There are several terms surrounding the ending of a marriage, including divorce, dissolution of marriage, annulment, and summary dissolution. Some of these terms can be used interchangeably, but they all refer to ending a marriage. Understanding the terms and the options they present can be important when considering a divorce case.
A “dissolution of marriage” is the legal phrase for a divorce, so essentially, they are the same thing. The terms are also interchangeable. However, because “divorce” is linked to fault-based marriage termination, and California allows for no-fault divorce, it’s referred to as a dissolution of marriage. A no-fault proceeding means that either spouse can end the marriage without showing more fault than irreconcilable differences.
This terminology aims at pointing to the no-fault, equitable nature of divorce that exists in California and most states. Despite all of that, though, there is no real difference between referring to it as a divorce or as dissolution of marriage in family law in California. When you decide to dissolve a marriage in family law proceedings, it is going to be a traditional divorce.
A traditional divorce and a dissolution of marriage are both different than legal separation. A legal separation occurs when couples receive a ruling from the court on child custody without filing for divorce or terminating the marriage in any way.
The two grounds for divorce in California’s no-fault proceedings are irreconcilable differences and incurable insanity. Filing a divorce doesn’t require both parties to agree, and either party can file. There is a six-month waiting period that California requires, so the completion of the divorce process would be at least six months.
This six-month period starts from either the day the responding party files their response or the day the divorce papers are served, whichever occurs first. Even after those six months, the final judgment must still be signed by a judge, a process that takes time, decisions, and documentation. For this reason, divorce often takes much longer than six months.
When a child or children are involved in a divorce, there must be an agreement of custody or visitation schedules. Disputes over items can be processed and divided most of the time, but the process is still arduous and complicated.
Some couples qualify for summary dissolution, which is different from a dissolution of marriage. This option is much faster and easier, though very few can meet the requirements.
When someone asks specifically about how dissolution is different from divorce, it’s likely a summary dissolution that they’re thinking of. It is the quickest, most effective, and least costly path to divorce in California. There’s less paperwork and one filing fee, and the case proceeds more quickly. The waiting period of six months is still required, as it is before any marriage termination, but the process after that goes more quickly and smoothly.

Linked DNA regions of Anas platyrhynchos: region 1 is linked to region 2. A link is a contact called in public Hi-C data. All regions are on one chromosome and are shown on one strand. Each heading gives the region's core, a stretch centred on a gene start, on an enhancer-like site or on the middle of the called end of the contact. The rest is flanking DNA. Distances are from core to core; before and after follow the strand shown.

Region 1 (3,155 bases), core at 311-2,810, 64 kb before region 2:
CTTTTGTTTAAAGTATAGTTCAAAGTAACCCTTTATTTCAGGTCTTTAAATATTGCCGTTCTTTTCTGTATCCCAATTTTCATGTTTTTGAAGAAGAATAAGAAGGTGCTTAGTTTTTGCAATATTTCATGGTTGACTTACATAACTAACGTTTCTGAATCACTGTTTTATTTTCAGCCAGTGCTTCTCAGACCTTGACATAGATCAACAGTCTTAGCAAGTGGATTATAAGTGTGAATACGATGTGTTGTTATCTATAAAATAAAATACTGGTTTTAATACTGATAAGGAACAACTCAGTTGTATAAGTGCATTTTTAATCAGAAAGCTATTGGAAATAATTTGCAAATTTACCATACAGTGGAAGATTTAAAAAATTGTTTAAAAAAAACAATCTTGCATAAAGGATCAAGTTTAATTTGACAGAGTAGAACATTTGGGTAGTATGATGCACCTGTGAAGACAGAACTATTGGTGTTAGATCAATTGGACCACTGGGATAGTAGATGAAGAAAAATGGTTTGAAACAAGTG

However, there’s a reason not many people go this easier route. Summary dissolution carries a very specific set of circumstances that you must qualify for first, including the duration of the marriage, the reason for dissolution, agreements over property and property division, spousal support, and more.
These requirements are:
This is a very long list of very specific requirements, so very few couples qualify. Even if all these requirements are met, both parties must still agree to pursue the summary dissolution. If, at any point during the proceedings, either party changes their mind about continuing with summary dissolution, they can file a revocation of the summary dissolution filing. This would result in the typical divorce process.
If both parties agree with and continue to pursue a summary dissolution, they must then create and agree on a written statement that creates a division of assets and liabilities of community property. Both parties must find the decision of dividing their debts and assets fair and agreeable, as well as exchange financial documents and disclose all the assets and liabilities. Then, with all of this met, a couple can file for summary dissolution.
You can talk with an expert family law attorney to see if you are eligible for summary dissolution or if it’s the best option for you and your spouse. An attorney can also assist with divorce proceedings if a summary dissolution isn’t possible or falls through. Legal assistance can go far in lowering your stress and uncertainty during summary dissolution or divorce proceedings.
By contacting the professional Law Offices of Michelanne Hrubic, you can find an experienced family law divorce lawyer who can assist you with divorce or separation proceedings with care and expertise.
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